There is an assumption among collectors of Hawaiian antiques and artifacts, that koa was the wood favored by the ali’i (chiefs and chiefesses) of Hawai’i to make surfboards, paddles, house posts, utensils, bowls, and furniture, but it is not true. In the late nineteenth century, koa was used for palace furniture and in the houses of discerning haoles, and others, but the belief that objects of koa have always been highly prized is a modern construct. In the nineteenth century, the chiefs preferred carved Chinese beds and tables, brought from the East by sea captains and merchants, and traded for sandalwood, sought by the Chinese for incense. Sandalwood posts were used in Kamehameha’s grass house at Helumoa in Waikiki (between the present-day Royal Hawaiian and Moana hotels), but by 1829, the once-vast forests of the fragrant wood were decimated. Before the missionaries from New England forbade most games and entertainments (including hula), surfing was the passion of men, women and children, commoner and ali’i. As with all things, it was a ritualized act. The right tree with which to make the board had to be found. The hewing and shaping of the wood was imbued with ceremony, in the hope that the gods would favor the board, its maker, and its owner. The first time that it was put into the water had its own ritual, and its care (drying, oiling, wrapping in kapa) was accompanied by chants and prayers. People surfed naked, lying outstretched on thin boards, five to seven feet long, and flat on both sides, although the most accomplished surfers would stand. The chiefs, who often put a kapu on the best surfing spots so as to have exclusive use of them, used glossy black boards made of wiliwili wood, which was lighter than koa, that could reach sixteen feet in length and one hundred and fifty pounds in weight. In a surfing contest, a buoy was anchored close to shore, and whoever reached it first was the winner. If more than one surfer reached the buoy, or no one reached it, a tie was conveniently declared. Excited spectators placed bets on the competitors, as they did in most games and sports.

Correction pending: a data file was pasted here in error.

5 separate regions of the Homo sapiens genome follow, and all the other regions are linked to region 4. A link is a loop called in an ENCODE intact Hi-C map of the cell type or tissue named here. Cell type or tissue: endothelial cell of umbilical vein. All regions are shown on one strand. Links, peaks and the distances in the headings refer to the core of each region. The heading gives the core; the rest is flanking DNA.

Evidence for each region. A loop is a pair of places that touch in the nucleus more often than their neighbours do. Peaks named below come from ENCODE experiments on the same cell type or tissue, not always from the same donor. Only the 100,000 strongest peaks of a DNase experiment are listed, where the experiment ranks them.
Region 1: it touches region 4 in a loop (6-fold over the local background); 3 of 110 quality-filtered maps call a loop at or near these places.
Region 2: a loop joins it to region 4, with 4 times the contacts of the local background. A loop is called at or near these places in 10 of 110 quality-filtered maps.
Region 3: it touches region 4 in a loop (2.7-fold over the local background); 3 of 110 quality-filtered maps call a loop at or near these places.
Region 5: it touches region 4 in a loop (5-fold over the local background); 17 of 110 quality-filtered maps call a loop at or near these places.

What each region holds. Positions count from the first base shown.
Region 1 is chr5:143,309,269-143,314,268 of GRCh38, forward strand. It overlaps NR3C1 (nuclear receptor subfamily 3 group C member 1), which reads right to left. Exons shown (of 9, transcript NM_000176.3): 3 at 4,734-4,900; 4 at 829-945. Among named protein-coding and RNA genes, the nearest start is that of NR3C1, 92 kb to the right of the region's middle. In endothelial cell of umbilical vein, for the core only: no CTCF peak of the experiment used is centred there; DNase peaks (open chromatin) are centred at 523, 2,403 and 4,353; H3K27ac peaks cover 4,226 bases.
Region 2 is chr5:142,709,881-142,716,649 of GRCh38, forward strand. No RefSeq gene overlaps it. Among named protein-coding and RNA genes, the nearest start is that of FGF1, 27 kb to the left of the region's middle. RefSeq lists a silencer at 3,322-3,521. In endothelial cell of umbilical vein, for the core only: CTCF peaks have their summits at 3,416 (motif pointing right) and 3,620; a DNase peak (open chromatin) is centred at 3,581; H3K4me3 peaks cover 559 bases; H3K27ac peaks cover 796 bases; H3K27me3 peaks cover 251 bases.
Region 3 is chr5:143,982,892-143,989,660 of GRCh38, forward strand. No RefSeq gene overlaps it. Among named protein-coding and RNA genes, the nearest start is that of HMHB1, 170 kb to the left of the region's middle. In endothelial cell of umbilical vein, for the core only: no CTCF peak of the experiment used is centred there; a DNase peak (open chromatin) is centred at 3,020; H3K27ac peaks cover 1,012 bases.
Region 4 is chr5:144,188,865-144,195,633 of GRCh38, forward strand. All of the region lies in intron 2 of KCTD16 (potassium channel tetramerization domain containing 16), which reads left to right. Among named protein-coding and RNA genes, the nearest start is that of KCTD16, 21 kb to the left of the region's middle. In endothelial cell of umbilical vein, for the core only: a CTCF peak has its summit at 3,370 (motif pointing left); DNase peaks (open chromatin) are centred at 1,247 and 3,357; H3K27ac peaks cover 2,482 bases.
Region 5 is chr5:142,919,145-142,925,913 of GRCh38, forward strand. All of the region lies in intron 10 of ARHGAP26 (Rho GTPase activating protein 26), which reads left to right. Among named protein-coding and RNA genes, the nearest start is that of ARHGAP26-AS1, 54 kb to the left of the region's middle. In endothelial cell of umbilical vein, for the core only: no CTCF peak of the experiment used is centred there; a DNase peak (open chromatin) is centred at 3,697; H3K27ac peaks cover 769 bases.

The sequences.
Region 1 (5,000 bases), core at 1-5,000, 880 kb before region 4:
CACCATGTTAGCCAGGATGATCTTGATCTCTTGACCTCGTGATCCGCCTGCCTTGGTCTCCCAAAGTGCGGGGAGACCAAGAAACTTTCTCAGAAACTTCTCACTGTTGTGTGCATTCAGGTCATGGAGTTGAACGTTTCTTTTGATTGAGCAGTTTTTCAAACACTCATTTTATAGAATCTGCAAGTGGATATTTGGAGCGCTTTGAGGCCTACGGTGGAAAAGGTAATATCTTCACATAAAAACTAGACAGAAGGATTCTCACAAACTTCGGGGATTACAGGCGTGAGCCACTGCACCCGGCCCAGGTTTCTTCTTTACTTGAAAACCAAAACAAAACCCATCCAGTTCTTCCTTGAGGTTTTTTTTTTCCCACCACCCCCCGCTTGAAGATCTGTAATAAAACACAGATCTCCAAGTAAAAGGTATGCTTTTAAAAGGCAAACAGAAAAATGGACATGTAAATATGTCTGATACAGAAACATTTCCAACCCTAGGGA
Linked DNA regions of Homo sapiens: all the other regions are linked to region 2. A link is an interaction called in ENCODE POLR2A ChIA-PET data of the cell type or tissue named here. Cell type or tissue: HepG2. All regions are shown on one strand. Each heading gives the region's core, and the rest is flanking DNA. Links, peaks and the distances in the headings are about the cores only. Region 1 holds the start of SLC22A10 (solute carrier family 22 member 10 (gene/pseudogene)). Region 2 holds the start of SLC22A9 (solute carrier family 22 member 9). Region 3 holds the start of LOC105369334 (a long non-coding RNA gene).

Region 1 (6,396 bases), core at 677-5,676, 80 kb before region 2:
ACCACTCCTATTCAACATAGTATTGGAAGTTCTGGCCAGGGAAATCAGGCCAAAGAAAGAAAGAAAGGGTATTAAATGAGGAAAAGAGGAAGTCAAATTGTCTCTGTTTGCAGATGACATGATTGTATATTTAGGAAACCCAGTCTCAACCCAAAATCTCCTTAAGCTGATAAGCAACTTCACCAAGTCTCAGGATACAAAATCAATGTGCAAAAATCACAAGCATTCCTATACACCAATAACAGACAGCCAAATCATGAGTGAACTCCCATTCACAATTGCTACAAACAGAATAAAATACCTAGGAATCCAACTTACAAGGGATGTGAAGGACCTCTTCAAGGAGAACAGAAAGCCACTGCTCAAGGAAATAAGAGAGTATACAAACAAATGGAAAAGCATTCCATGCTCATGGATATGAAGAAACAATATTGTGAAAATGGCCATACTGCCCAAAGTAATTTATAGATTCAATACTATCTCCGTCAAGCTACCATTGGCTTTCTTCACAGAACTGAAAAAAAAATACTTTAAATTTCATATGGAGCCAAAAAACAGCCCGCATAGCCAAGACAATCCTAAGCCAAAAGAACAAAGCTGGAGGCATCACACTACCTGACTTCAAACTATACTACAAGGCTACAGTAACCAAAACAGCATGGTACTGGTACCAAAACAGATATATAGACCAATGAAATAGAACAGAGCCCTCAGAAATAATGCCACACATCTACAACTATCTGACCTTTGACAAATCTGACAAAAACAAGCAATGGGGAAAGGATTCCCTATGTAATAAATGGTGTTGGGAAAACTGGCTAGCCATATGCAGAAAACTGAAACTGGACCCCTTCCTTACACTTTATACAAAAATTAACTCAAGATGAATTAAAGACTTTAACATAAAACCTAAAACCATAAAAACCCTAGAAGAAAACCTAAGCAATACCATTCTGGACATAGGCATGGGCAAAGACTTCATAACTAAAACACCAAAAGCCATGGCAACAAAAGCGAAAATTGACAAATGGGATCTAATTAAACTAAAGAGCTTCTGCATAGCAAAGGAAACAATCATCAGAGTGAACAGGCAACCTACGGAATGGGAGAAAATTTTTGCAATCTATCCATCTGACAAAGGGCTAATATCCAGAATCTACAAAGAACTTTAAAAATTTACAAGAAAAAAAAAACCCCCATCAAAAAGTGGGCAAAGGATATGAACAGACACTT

Surfing at Lahaina, watercolor by James Gay Sawkins, 1855. National Library of Australia
It is said that upon Kamehamehaʻs marriage to the young Kaʻahumanu, he built a stone wall at Kauhola Point in Kohala to make a small protected cove where he could teach her to swim, although it seems unlikely that she would not have known this essential skill by adolescence. He did teach her to surf, and throughout her life, she was a keen and skillful surfer. John Papa I’i described one of her favorite surfing spots in Kohala: